The specs and display used in each ROG Phone 5 make playing games look sharp and run smoothly, and some other features elevate the experience further, whether you’re gaming or watching movies. I particularly love the dual front-facing speakers. They offer the best stereo separation I’ve heard from a phone — to the point where, in most situations, I’m just as pleased to listen to audio aloud at home as I am through headphones. Speaking of, this year’s device sees the return of a 3.5mm audio jack that was missing from the 2020 ROG Phone 3. Asus brought it back with a vengeance, too, equipped with an ESS ES9280AC Pro quad DAC for hi-res audio.

The Game Genie overlay offers instant access to system info and settings with a swipe.

Asus has spent the year refining its Armoury Crate game launcher-meets-dedicated console UI. Its looks haven’t changed dramatically since the Asus ROG Phone II, but in case you’re hearing about this for the first time, it’s filled with so many useful features for gamers. It lets you make a “scenario profile’’ for each game, where you can tweak settings to get more out of each game and, in turn, squeeze more performance from the ROG Phone 5. A profile consists of things like what refresh rate you want the screen to run at, and how much you want to amp up the power of the processor, graphics chip, and RAM. It even lets you turn off network switching, as well as background data and app syncing on a per-game basis. If you’re familiar with gaming on PC, the closest parallel is Nvidia’s GeForce Experience.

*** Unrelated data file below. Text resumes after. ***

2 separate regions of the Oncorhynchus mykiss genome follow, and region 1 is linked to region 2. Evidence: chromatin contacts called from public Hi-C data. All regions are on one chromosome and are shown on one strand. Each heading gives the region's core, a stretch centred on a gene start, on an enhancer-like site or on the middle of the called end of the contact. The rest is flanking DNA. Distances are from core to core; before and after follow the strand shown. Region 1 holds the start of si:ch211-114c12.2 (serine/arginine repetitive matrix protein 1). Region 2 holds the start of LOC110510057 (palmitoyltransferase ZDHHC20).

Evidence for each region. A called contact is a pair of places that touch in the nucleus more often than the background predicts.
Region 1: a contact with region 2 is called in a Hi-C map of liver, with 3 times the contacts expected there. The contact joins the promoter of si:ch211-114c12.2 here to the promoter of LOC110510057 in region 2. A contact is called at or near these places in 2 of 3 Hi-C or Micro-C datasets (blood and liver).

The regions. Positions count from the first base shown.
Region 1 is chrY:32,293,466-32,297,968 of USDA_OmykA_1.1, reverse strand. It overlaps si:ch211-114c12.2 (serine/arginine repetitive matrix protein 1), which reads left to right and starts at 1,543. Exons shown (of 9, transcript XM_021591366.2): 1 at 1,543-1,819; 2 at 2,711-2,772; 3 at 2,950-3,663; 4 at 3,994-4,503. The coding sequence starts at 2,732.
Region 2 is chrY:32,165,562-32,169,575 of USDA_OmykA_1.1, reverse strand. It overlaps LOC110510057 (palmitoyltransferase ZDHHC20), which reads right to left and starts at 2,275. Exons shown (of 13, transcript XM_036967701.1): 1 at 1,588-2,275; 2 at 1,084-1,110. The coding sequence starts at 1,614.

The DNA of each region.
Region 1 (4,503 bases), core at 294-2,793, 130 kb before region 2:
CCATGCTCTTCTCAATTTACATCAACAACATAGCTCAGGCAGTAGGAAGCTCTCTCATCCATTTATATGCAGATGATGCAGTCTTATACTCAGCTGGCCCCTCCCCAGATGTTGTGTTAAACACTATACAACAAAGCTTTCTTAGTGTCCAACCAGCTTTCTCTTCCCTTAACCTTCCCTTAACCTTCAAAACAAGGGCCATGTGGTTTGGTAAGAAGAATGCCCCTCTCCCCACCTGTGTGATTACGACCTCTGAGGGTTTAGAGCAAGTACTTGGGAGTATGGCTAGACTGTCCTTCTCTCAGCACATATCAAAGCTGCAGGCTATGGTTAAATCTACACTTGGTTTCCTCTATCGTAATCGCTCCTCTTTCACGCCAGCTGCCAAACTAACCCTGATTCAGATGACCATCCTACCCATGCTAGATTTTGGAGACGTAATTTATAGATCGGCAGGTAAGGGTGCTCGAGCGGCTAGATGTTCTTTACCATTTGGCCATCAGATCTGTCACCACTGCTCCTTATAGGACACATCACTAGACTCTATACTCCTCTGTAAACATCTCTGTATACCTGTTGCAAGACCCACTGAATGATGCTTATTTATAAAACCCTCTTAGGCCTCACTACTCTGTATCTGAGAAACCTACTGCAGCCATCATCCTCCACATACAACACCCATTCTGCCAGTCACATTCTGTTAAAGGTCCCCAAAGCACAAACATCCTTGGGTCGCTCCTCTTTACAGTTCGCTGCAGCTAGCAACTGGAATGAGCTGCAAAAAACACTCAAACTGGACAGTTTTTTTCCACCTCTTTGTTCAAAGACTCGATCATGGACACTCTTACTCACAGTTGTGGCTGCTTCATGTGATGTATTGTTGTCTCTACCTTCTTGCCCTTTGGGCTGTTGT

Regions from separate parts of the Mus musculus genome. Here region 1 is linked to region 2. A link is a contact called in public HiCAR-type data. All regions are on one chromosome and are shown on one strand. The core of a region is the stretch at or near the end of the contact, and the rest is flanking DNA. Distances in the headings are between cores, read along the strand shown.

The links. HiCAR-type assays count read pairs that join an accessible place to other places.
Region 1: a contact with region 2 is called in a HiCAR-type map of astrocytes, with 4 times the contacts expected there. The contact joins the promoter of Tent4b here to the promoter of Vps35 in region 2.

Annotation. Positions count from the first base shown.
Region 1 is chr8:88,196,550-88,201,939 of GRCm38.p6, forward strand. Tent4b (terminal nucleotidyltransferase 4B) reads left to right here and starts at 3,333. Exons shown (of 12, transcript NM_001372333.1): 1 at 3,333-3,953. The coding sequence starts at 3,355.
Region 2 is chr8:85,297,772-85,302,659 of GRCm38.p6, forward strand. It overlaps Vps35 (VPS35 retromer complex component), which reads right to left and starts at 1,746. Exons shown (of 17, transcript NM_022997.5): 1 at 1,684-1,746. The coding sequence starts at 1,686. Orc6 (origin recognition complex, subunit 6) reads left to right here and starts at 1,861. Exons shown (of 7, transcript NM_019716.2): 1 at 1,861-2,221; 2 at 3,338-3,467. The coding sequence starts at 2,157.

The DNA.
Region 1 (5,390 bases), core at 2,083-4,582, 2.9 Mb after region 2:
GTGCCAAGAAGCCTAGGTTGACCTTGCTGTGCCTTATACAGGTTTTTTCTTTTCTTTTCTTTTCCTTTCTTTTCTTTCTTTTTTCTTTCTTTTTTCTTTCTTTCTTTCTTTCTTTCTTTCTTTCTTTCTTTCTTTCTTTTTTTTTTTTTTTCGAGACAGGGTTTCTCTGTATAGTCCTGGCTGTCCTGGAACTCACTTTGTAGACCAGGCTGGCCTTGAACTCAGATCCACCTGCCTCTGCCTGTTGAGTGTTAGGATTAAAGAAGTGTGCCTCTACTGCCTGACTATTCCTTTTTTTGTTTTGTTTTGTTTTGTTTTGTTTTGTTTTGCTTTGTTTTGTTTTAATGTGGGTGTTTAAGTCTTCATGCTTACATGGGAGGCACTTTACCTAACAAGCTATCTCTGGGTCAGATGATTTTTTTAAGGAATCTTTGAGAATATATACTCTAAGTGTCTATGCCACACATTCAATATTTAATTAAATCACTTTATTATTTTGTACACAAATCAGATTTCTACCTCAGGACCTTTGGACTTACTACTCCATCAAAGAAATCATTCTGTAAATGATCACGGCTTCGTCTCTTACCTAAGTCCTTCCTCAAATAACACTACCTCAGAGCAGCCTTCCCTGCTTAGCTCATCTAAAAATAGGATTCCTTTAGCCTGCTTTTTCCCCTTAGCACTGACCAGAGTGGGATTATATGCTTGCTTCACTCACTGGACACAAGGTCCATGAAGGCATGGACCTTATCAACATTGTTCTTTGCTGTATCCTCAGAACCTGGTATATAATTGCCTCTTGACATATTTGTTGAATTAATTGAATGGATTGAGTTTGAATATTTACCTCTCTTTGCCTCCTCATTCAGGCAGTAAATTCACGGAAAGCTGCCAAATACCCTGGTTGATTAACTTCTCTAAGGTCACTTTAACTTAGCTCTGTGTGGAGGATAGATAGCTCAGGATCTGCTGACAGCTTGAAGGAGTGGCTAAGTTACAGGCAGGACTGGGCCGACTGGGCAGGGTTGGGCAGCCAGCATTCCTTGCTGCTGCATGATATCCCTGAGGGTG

A big part of this software — and one of the more compelling features of the phone itself — is configuring AirTriggers. These ultrasonic sensors embedded within the phone can be mapped to emulate buttons so you don’t need to use the touch screen as often. All of the ROG Phone 5 models have sensors along the right edge, so they feel like triggers when you’re holding them in landscape mode. The Ultimate and Pro models add two additional touch sensors near where my ring fingers rest on the phone.